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God had given Moses the role of leading his people Israel out of Egypt and to the Promised Land. Trained as a shepherd Moses understood this sacred trust to guard and shepherd God’s flock. Following in the footsteps of his Lord, who would later offer his life for the people, Moses demonstrated godly love for those he served, for forty years he was the one faithfully guarding the flock. Similarly, Jesus’ demonstrated his love for his disciples, and he encouraged them to emulate his example of protecting those who were in their care. The love that Jesus spoke about was not mere emotion, but commitment to choosing and doing what God prefers, by the power of his spirit. Do our spiritual leaders demonstrate this kind of love?
It is never a popular thing to be a Christian leader, as in order to keep those in your care in ‘Christ’s Name’ you will often find yourself running counter to the perceived wisdom of the time. Just as Jesus was not of the world, so his followers would be set apart by the choices they would make that would put them at odds with society. Jesus prayed for his disciples and their spiritual descendants that God would strengthen them so they could be able shepherds, protecting the flock from evil, and guiding them on the straight path.
Joshua and Caleb
Joshua and Caleb experienced the wrath and fear of the people who had been led astray by an evil report. They were about to stone these two leaders for their ‘good news’ about the Promised Land. All the other spies had brought home a negative report from their mission, exaggerating the obstacles and minimizing the benefits of following God’s plan. They had preyed upon the fears of the people to the point that the crowd was about to kill Caleb and Joshua. But in reality only Caleb and Joshua had spoken the truth. Exercising godly leadership they alone encouraged the people to trust in God and put aside their fears. And God protected and upheld his servants who were in harmony with his purpose.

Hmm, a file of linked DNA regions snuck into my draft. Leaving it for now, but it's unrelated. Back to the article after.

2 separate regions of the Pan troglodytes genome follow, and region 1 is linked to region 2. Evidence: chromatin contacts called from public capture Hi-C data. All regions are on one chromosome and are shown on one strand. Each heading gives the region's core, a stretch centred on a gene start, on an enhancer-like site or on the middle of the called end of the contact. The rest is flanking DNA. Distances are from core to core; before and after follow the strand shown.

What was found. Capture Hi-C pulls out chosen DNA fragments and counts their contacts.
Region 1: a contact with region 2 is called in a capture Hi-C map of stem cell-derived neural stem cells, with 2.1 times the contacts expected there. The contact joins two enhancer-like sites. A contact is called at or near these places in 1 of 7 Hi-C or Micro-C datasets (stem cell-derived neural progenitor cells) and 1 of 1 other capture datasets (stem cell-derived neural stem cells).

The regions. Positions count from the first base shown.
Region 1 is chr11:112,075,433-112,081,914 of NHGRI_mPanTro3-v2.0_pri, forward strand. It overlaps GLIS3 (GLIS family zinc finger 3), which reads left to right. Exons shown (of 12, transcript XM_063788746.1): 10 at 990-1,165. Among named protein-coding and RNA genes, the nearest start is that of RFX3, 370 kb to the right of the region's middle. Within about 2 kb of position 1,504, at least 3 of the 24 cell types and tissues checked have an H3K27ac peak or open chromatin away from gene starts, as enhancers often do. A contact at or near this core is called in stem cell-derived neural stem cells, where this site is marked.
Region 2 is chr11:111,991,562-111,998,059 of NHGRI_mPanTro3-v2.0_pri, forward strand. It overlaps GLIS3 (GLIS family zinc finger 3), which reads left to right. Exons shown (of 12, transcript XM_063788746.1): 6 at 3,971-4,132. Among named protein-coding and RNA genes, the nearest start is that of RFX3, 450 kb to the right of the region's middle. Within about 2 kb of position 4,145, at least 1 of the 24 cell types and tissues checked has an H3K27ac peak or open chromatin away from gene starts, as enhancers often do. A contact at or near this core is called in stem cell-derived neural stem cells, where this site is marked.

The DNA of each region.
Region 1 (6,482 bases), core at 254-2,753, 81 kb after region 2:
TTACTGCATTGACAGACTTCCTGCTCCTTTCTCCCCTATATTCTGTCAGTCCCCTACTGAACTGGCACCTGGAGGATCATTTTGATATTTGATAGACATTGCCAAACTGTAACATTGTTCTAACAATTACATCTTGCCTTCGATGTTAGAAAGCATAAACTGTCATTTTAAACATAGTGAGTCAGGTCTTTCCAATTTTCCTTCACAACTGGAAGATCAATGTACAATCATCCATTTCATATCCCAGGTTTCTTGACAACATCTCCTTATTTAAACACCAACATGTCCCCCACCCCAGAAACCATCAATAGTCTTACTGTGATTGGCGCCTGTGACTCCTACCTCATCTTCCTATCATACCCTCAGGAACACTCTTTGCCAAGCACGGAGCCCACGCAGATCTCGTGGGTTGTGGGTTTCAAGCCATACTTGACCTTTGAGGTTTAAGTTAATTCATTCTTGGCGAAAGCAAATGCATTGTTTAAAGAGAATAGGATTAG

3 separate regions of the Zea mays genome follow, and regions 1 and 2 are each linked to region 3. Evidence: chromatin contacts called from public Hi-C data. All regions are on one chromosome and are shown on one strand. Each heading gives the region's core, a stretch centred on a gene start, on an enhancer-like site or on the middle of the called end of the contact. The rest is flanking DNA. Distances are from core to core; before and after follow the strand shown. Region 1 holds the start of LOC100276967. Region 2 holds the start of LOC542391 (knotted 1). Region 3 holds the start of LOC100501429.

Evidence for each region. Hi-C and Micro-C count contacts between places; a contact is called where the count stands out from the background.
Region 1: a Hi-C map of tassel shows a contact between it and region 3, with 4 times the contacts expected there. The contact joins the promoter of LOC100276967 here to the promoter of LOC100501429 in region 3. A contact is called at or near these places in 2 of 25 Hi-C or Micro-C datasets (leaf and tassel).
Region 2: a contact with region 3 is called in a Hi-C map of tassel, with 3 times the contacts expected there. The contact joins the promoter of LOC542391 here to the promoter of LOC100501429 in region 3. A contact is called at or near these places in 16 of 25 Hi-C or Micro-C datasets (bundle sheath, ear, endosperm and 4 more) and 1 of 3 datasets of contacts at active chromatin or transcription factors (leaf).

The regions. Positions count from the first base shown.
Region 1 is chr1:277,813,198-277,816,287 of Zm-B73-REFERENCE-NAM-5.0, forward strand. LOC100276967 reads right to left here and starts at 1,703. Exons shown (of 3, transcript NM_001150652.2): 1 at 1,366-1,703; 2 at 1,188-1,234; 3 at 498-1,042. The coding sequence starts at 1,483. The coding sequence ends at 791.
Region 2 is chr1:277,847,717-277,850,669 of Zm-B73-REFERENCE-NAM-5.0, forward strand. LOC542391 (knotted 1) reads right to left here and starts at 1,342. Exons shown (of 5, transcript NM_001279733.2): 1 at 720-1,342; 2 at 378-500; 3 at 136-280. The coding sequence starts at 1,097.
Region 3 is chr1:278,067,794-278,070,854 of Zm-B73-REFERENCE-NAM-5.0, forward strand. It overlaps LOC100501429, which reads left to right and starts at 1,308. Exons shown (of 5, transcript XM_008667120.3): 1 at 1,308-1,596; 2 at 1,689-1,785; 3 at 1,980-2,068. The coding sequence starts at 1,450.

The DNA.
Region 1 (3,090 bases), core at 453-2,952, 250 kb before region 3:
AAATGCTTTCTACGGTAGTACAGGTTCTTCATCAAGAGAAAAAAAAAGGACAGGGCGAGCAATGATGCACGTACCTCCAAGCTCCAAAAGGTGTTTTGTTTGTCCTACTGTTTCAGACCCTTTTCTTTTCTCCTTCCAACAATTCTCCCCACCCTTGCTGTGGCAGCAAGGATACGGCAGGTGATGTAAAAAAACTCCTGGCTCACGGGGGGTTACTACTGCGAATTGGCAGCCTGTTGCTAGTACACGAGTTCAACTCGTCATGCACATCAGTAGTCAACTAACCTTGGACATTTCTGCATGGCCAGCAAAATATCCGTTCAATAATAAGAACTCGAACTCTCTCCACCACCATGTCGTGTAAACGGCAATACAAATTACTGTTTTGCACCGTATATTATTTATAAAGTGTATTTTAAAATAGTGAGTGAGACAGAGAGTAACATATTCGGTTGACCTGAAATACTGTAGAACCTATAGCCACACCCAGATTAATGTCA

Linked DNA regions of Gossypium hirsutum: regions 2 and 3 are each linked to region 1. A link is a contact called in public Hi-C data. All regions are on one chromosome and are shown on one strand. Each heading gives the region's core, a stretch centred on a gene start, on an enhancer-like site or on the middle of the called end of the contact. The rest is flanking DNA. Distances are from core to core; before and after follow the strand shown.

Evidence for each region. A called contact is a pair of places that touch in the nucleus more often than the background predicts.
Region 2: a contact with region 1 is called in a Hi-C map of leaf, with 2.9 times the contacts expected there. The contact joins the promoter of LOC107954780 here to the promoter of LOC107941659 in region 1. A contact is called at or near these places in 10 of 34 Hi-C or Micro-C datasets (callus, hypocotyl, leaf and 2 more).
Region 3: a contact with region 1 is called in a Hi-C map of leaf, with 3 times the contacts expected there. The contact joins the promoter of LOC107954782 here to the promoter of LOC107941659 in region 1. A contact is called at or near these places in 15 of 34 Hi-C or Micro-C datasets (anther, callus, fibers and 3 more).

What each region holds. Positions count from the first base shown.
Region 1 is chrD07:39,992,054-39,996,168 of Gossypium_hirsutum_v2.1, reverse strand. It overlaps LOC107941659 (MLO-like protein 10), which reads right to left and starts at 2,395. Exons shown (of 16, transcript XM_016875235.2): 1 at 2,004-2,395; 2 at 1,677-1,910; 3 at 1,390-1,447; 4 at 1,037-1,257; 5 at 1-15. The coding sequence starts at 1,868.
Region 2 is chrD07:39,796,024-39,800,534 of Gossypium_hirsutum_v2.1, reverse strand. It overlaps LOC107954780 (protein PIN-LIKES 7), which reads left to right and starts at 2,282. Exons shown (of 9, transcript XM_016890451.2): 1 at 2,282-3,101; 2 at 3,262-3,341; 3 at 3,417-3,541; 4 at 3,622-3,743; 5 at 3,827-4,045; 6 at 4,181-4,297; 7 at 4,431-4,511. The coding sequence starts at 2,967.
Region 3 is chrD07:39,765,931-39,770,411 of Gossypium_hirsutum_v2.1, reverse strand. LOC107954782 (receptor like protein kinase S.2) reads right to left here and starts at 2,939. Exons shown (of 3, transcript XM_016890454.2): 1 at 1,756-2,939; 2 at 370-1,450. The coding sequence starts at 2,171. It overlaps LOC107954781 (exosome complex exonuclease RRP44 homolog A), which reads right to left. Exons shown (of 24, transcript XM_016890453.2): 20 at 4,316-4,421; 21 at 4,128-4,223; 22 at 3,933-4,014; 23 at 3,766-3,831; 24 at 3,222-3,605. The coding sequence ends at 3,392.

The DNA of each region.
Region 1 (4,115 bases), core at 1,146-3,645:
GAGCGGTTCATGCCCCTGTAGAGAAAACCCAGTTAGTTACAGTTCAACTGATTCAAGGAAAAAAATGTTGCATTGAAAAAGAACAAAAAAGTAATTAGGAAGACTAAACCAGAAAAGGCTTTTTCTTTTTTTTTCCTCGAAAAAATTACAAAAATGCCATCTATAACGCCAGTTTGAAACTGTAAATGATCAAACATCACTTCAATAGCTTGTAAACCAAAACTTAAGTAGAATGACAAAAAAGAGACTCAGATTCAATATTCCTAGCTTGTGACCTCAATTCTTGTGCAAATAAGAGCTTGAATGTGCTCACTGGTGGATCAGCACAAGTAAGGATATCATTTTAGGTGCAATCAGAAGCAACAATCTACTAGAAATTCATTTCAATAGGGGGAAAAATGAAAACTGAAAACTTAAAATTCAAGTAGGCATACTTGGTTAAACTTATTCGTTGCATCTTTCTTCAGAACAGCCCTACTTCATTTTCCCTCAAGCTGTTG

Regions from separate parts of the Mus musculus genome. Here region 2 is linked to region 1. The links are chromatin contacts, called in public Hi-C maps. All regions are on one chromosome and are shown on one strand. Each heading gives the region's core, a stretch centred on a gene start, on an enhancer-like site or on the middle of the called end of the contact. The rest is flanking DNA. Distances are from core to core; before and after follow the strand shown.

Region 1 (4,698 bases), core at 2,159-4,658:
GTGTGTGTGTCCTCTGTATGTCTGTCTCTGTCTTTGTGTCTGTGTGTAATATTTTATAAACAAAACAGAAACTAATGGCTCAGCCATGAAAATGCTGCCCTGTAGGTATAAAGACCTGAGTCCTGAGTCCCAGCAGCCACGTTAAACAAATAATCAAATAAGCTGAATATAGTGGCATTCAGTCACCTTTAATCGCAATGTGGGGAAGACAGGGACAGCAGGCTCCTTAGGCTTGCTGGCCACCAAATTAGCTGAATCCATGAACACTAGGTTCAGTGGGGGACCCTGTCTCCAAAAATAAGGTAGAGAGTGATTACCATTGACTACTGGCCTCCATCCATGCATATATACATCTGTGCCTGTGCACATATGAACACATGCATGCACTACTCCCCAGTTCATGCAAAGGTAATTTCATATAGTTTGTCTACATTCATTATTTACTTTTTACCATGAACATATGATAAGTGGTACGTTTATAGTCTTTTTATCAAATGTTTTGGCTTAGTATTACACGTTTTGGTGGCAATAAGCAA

Shepherd or Hireling?
Jesus spoke of the difference between a shepherd who loves his sheep and will defend against the wolves, and the hireling who flees at the first sign of trouble. John was emphatic in writing that it was love for the brethren that would differentiate the true brother from the imposter. And it was the making of righteous ethical judgments grounded in love and God’s law that would be the hallmark of godly leadership. The righteous leader, like the watchman of Ezekiel, would diligently warn the people of danger and not be derelict in his duty of guarding the flock of God.
It is evident from scripture that we will reap what we sow, and we are warned that we should be careful to render wise judgments based on the evidence and the guidance of scripture. To this end the ‘Rabbinic Court’ in New York recently rendered judgments on the issue of recent medical mandates based on hours of testimony from expert witnesses. Their scriptural wisdom is evident in their judgment. (See transcript) Jesus however, required that his disciples wisdom and righteousness exceed that of the Pharisees. For all too often they spoke the truth, but did not do it, or put their traditions ahead of the scripture.
To fulfill God’s mandate of guarding the flock it is our duty and privilege to make the scriptural position clear in light of these modern issues. To this end we have done our own research to add to that of the Rabbis, and have drawn similar conclusions, with some few additional considerations to help the brethren.
As these are very serious issues that speak to the physical and spiritual health of God’s people, it is essential in the spirit of godly love to differentiate between the good and the evil, and to warn our brethren so they can take due precautions.
Sola Scriptura Declaration – the Biblical principles relating to mandatory injections.